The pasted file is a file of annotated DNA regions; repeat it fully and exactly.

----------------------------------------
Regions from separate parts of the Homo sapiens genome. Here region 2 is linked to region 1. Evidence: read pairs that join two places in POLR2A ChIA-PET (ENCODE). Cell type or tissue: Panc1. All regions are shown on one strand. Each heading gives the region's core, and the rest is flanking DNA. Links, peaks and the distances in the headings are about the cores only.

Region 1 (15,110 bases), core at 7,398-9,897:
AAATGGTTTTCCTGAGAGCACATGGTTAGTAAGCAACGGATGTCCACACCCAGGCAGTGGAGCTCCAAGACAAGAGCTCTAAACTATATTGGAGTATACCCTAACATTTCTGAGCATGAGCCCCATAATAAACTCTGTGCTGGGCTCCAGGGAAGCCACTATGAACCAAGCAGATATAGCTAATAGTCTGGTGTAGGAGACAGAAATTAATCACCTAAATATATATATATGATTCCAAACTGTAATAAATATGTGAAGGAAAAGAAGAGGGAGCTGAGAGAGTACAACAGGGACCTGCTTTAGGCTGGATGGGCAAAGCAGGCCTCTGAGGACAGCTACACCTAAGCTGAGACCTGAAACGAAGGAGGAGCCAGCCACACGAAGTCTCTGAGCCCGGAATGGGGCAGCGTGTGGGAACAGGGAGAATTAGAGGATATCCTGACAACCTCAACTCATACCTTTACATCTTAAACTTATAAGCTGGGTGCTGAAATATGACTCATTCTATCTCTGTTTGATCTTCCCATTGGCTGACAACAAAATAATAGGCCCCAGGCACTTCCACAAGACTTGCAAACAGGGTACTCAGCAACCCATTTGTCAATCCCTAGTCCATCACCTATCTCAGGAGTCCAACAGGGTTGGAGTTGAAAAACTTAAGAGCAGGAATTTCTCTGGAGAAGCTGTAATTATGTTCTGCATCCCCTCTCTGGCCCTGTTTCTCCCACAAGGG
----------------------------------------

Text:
Regions from separate parts of the Homo sapiens genome. Here region 2 is linked to region 1. Evidence: read pairs that join two places in POLR2A ChIA-PET (ENCODE). Cell type or tissue: Panc1. All regions are shown on one strand. Each heading gives the region's core, and the rest is flanking DNA. Links, peaks and the distances in the headings are about the cores only.

Region 1 (15,110 bases), core at 7,398-9,897:
AAATGGTTTTCCTGAGAGCACATGGTTAGTAAGCAACGGATGTCCACACCCAGGCAGTGGAGCTCCAAGACAAGAGCTCTAAACTATATTGGAGTATACCCTAACATTTCTGAGCATGAGCCCCATAATAAACTCTGTGCTGGGCTCCAGGGAAGCCACTATGAACCAAGCAGATATAGCTAATAGTCTGGTGTAGGAGACAGAAATTAATCACCTAAATATATATATATGATTCCAAACTGTAATAAATATGTGAAGGAAAAGAAGAGGGAGCTGAGAGAGTACAACAGGGACCTGCTTTAGGCTGGATGGGCAAAGCAGGCCTCTGAGGACAGCTACACCTAAGCTGAGACCTGAAACGAAGGAGGAGCCAGCCACACGAAGTCTCTGAGCCCGGAATGGGGCAGCGTGTGGGAACAGGGAGAATTAGAGGATATCCTGACAACCTCAACTCATACCTTTACATCTTAAACTTATAAGCTGGGTGCTGAAATATGACTCATTCTATCTCTGTTTGATCTTCCCATTGGCTGACAACAAAATAATAGGCCCCAGGCACTTCCACAAGACTTGCAAACAGGGTACTCAGCAACCCATTTGTCAATCCCTAGTCCATCACCTATCTCAGGAGTCCAACAGGGTTGGAGTTGAAAAACTTAAGAGCAGGAATTTCTCTGGAGAAGCTGTAATTATGTTCTGCATCCCCTCTCTGGCCCTGTTTCTCCCACAAGGG